Though the 2017 tennis season has been dominated by older veterans, the aging bodies of the Big Four kept them away from the championship trophies in the two biggest lead-up tournaments to the US Open: the Canada Masters in Montreal and Cincinnati Masters in southern Ohio. Young players pounced on these opportunities, claiming major victories for themselves in these two pivotal tournaments.
When the draw was finalized in Montreal, it was already filled with holes. Novak Djokovic, then the defending champion, called off the rest of his season after Wimbledon due to elbow injury. Then-World Number One Andy Murray also withdrew, due to his own hip injury. Additionally, Stan Wawrinka, who recently reached the finals of the French Open, was also absent from the tournament, as he too ended his season early due to a knee injury.
Thus, the clear favorites for the title were the two players who have dominated the past decade of tennis, but especially the past year: Roger Federer and Rafael Nadal. In addition to seeking another title at the Canada Masters, Nadal also had the opportunity to regain the world’s top ranking if he reached the semifinals of the tournament. However, the tournament’s top seed suffered an early exit in the third round at the hands of hometown wildcard Denis Shapovalov, who went on to make his own fairy-tale run to the semifinals.
Nadal’s departure left Federer as the sole favorite for the title, as the Swiss maestro has played superb tennis all season. Federer fought his way to the championship match, where he faced off against German youngster Alexander Zverev. Zverev, who is amidst a breakthrough year, handily defeated the heavily favored Swiss champion in straight sets, 6-3, 6-4, to win his second Masters 1000 title of the year.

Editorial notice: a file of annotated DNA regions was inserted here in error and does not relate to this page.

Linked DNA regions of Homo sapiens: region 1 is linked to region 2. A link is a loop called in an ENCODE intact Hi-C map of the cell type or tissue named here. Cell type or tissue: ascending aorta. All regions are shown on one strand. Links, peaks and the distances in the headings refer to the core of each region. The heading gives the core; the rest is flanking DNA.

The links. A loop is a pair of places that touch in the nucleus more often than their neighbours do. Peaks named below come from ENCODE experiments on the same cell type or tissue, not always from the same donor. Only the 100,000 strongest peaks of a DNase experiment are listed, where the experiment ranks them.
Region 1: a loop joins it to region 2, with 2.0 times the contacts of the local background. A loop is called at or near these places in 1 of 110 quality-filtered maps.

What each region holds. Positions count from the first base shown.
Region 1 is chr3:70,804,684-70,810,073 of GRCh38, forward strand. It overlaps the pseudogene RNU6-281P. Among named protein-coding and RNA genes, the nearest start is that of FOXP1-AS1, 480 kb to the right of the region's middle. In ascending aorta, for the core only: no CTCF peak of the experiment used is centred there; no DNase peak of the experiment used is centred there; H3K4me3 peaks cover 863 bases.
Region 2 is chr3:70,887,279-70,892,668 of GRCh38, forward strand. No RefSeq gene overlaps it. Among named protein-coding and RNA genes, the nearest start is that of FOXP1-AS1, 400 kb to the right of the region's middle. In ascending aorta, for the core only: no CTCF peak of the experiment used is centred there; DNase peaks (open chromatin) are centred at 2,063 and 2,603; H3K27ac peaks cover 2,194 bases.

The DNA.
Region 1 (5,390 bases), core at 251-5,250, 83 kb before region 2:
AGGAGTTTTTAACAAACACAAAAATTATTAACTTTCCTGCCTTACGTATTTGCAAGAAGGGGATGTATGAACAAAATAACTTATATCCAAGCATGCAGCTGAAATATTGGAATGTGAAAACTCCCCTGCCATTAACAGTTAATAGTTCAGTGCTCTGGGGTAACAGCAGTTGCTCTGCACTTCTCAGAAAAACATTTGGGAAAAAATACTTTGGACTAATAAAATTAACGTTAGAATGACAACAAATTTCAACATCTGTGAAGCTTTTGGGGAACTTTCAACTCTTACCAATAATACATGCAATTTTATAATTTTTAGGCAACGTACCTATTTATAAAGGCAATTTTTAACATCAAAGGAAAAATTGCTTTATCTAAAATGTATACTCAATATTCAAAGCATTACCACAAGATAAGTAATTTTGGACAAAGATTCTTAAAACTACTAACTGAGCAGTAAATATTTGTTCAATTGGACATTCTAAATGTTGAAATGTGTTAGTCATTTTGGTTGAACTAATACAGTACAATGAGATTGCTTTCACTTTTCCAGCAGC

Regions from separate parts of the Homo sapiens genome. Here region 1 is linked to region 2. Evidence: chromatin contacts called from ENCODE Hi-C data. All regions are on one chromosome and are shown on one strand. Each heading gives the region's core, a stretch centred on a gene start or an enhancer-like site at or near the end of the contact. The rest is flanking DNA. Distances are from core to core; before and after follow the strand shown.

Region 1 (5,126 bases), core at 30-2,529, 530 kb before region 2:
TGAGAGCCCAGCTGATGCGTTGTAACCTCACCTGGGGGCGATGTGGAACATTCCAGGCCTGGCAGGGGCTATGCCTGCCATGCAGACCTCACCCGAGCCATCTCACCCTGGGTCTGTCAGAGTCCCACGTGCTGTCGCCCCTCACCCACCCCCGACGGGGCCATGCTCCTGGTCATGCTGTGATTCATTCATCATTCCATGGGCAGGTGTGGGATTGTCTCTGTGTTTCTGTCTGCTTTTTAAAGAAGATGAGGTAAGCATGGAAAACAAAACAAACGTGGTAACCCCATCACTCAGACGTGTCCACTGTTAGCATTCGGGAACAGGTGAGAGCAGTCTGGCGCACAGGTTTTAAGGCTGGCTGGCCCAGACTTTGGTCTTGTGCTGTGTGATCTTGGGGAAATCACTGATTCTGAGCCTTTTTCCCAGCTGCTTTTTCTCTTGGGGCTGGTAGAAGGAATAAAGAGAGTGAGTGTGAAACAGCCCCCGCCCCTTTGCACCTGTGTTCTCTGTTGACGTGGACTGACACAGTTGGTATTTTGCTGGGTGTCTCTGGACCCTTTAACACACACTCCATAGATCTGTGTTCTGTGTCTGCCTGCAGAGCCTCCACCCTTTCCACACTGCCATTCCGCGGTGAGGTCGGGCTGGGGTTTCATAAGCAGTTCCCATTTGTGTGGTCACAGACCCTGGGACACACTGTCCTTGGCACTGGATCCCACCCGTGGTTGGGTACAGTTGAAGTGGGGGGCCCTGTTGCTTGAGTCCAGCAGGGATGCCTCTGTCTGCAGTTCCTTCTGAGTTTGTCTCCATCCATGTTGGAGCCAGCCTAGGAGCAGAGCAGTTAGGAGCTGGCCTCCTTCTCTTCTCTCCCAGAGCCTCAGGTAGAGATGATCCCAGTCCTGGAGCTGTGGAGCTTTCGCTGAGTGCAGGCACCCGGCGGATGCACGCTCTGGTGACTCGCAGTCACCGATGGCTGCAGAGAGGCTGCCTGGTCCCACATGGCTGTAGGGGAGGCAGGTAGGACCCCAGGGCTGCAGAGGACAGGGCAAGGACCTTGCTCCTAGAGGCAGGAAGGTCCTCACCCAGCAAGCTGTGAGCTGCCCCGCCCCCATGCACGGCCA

Though Nadal did not reclaim the top ranking in Canada, he was ensured the world’s highest spot before play even began in Cincinnati due to the continued absence of Andy Murray, Novak Djokovic and Stan Wawrinka, as well as the withdrawal of Federer from the tournament due to back injury. A number of others joined the older champions in pulling out of Cincinnati, including Milos Raonic and Kei Nishikori. This left Nadal as the sole member of the Big Four and as the favorite to win the tournament. However, the Spanish champion could not capitalize on the absence of his peers; it was again younger players who would seize the day.
Nadal fell to swaggering Australian powerhouse Nick Kyrgios in the quarterfinals in the second match of a doubleheader. Both Nadal and Kyrgios were forced to play two matches in a single day, as their third-round matches were rained out and then moved to the following day. In his third round match against the towering Croat Ivo Karlovic, Kyrgios fell behind early, but came back in the second and third set to play lights-out tennis. He replicated this play in his night match against Nadal, defeating the top seed in straight sets, 6-2, 7-5. In the semifinals, Kyrgios edged out another Spanish veteran in David Ferrer, 7-6, 7-6, to face Grigor Dimitrov in the final, who also won his semifinal match 7-6, 7-6, against hometown favorite John Isner. In the final, Dimitrov, long considered an up-and-comer who has never quite reached his full potential, defeated Kyrgios 6-3, 7-5 to claim the title.
Though Nadal fell short in both of these significant tournaments and failed to pounce on some rare opportunities, he did return to World Number One status through his efforts over the past two weeks. This is a special milestone for Nadal, who last held the world’s top ranking over three years ago in June 2014, as his injury struggles throughout 2015 and 2016 left him doubting whether he would ever return to his old form.